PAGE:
Part 22: The Life Of A ‘Pimpf‘

At the age of twelve, I endured all events resolutely. I had fixed tasks that I fulfilled conscientiously.

When there was an air raid alert, taking the pregnant neighbor and her little daughter to the shelter, checking the blackout when there were French visitors and hastily spooning up a plate of soup before disappearing again with the clean laundry. The block warden was not allowed to notice that a strange man was sitting in the kitchen. The vigilance of the Nazis had dropped considerably.

Among the small Nazis, the belief in the final victory had faltered, even though the ‘Deutschlandsender’ was broadcasting final victory slogans daily over the airwaves via the Volksempfänger – also called ‘Goebbelsschnauze’ The ‘Völkischer Beobachter,’ the leading Nazi daily, tried to spread the belief in the use of a miracle weapon that would guarantee final victory among the people by means of targeted propagandistic reports.

When there was no air raid alert in bad weather, the children would go to school, go shopping by bike on grocery cards, and much more. Like all boys from the age of ten, I was a so-called ‘Pimpf,’ (Nazi-speak for a 10- to 14-year-old member of the Deutsches Jungvolk) the preliminary stage to the Hitler Youth. There I had to appear every week once to the service. Now my mother wouldn’t let me go for fear that I might get caught in a bombing raid on the way. A little earlier, my absence from duty would not have been possible without consequences. I must admit that I enjoyed the athletic competitions and the cross-country games with the other guys called ‘Pimpf.’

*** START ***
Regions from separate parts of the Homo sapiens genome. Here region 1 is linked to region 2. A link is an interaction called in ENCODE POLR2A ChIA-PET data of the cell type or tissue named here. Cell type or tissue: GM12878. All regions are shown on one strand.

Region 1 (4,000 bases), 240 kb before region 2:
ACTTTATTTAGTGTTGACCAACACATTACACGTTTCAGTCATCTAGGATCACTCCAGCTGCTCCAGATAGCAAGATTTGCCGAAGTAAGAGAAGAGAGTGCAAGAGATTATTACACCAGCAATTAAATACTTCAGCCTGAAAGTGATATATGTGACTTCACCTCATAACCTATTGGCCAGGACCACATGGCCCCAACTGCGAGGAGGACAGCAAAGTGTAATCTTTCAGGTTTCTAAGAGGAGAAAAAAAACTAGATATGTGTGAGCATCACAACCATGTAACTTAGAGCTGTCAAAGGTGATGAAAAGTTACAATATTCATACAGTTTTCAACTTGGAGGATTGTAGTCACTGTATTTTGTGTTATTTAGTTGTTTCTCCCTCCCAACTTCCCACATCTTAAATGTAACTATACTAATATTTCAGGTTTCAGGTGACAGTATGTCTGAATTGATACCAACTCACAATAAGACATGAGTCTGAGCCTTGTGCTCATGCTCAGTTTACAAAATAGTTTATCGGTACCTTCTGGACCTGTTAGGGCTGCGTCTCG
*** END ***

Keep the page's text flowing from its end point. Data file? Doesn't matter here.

I found the constant commanding and standing at attention unpleasant and often humiliating. I was careful at the home afternoons because I knew very well to distinguish between the glorifications of Germanness presented there and our family practical and actual way of life. Therefore, I was also aware that the education only served to make capable and invincible German soldiers out of the youth. This became especially clear when our little ensign marched through the town and the boys in their brown shirts sang in a tone of conviction:

‘We will march on,
Until everything falls to pieces,
For today Germany is ours
And tomorrow the whole world!’

I had a different opinion. At the beginning of the sixth year of the war, I had truly seen enough broken pieces in my short life. 𝓣𝓸 𝓑𝓮 𝓒𝓸𝓷𝓽𝓲𝓷𝓾𝓮𝓭

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